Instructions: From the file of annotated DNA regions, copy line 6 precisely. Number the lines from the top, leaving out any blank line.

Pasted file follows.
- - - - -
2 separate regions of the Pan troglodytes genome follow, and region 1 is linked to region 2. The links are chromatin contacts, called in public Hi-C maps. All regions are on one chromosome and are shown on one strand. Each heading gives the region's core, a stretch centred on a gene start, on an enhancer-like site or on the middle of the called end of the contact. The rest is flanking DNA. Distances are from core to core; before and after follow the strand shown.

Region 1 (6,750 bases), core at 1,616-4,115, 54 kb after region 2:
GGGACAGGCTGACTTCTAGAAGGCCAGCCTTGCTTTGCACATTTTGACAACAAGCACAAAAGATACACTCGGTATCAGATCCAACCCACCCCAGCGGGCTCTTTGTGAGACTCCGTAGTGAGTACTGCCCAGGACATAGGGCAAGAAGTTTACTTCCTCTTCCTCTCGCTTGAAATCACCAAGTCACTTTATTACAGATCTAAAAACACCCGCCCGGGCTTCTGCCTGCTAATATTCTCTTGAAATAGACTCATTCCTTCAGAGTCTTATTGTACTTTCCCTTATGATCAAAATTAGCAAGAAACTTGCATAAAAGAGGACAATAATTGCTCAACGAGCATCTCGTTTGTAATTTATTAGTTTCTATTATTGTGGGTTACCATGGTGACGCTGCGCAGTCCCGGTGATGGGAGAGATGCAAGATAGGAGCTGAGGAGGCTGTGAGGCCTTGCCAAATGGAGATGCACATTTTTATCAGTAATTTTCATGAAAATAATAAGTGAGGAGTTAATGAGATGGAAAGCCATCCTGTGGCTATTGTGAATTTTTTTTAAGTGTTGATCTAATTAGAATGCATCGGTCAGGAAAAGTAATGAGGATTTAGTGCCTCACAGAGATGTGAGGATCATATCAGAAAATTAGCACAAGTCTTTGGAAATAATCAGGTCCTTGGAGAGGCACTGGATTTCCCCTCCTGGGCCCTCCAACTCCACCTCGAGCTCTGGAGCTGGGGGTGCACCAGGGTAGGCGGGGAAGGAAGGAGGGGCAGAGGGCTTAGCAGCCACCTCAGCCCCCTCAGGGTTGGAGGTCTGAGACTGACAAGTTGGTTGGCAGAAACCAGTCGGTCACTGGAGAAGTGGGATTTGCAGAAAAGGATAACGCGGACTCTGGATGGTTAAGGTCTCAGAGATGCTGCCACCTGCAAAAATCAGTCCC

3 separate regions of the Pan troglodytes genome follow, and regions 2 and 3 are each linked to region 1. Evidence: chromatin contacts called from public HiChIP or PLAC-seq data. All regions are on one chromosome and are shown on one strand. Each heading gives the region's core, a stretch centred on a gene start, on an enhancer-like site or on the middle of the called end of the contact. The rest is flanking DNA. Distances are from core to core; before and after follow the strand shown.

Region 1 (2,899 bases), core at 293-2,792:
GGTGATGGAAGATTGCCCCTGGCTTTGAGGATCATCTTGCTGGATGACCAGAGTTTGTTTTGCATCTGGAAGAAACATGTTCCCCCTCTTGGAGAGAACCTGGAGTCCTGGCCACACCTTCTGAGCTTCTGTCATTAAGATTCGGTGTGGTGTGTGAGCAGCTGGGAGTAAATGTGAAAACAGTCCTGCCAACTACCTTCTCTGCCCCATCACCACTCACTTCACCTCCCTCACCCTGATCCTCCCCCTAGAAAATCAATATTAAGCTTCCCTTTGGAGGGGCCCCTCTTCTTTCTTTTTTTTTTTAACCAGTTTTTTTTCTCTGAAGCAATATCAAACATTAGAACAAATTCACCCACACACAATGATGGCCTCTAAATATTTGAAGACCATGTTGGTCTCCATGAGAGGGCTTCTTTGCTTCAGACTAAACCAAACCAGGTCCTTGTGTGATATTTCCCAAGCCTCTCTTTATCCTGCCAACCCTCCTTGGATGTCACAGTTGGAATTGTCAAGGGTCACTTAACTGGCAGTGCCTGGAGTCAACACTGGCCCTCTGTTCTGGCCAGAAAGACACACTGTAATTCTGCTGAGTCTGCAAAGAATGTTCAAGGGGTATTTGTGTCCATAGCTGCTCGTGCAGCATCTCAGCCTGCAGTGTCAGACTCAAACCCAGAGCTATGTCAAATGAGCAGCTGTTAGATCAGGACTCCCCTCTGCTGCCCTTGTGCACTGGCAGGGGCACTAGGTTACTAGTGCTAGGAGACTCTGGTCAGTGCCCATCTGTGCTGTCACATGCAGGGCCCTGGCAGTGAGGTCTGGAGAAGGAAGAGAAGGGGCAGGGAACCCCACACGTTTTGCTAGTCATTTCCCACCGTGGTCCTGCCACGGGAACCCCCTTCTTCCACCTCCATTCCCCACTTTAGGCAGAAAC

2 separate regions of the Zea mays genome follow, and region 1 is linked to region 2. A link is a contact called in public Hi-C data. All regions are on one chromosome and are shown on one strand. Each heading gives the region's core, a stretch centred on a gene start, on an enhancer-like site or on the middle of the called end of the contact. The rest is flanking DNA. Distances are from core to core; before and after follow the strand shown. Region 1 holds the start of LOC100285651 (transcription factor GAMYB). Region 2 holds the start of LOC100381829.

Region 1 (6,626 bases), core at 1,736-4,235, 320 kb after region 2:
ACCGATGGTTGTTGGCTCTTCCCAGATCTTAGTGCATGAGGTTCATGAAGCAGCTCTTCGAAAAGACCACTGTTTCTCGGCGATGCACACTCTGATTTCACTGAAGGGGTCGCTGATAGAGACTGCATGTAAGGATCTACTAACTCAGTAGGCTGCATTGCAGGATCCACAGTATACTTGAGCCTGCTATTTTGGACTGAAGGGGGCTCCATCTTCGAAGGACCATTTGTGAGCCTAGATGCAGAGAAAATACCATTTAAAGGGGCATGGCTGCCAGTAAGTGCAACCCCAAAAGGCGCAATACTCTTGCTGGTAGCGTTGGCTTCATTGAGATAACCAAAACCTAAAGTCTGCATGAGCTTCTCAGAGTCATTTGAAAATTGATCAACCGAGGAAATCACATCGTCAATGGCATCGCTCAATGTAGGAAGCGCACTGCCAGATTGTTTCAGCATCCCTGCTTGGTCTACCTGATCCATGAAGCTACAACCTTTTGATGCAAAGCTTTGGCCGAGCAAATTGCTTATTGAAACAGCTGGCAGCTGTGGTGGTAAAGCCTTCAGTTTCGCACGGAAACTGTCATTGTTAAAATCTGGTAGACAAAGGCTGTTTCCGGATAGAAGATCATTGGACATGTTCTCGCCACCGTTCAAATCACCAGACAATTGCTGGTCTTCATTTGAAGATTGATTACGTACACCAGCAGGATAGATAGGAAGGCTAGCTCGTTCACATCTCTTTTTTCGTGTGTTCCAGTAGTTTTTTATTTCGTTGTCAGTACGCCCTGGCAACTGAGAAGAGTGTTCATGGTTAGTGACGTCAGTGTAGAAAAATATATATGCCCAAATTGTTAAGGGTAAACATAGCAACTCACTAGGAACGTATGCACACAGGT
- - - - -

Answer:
GGTGATGGAAGATTGCCCCTGGCTTTGAGGATCATCTTGCTGGATGACCAGAGTTTGTTTTGCATCTGGAAGAAACATGTTCCCCCTCTTGGAGAGAACCTGGAGTCCTGGCCACACCTTCTGAGCTTCTGTCATTAAGATTCGGTGTGGTGTGTGAGCAGCTGGGAGTAAATGTGAAAACAGTCCTGCCAACTACCTTCTCTGCCCCATCACCACTCACTTCACCTCCCTCACCCTGATCCTCCCCCTAGAAAATCAATATTAAGCTTCCCTTTGGAGGGGCCCCTCTTCTTTCTTTTTTTTTTTAACCAGTTTTTTTTCTCTGAAGCAATATCAAACATTAGAACAAATTCACCCACACACAATGATGGCCTCTAAATATTTGAAGACCATGTTGGTCTCCATGAGAGGGCTTCTTTGCTTCAGACTAAACCAAACCAGGTCCTTGTGTGATATTTCCCAAGCCTCTCTTTATCCTGCCAACCCTCCTTGGATGTCACAGTTGGAATTGTCAAGGGTCACTTAACTGGCAGTGCCTGGAGTCAACACTGGCCCTCTGTTCTGGCCAGAAAGACACACTGTAATTCTGCTGAGTCTGCAAAGAATGTTCAAGGGGTATTTGTGTCCATAGCTGCTCGTGCAGCATCTCAGCCTGCAGTGTCAGACTCAAACCCAGAGCTATGTCAAATGAGCAGCTGTTAGATCAGGACTCCCCTCTGCTGCCCTTGTGCACTGGCAGGGGCACTAGGTTACTAGTGCTAGGAGACTCTGGTCAGTGCCCATCTGTGCTGTCACATGCAGGGCCCTGGCAGTGAGGTCTGGAGAAGGAAGAGAAGGGGCAGGGAACCCCACACGTTTTGCTAGTCATTTCCCACCGTGGTCCTGCCACGGGAACCCCCTTCTTCCACCTCCATTCCCCACTTTAGGCAGAAAC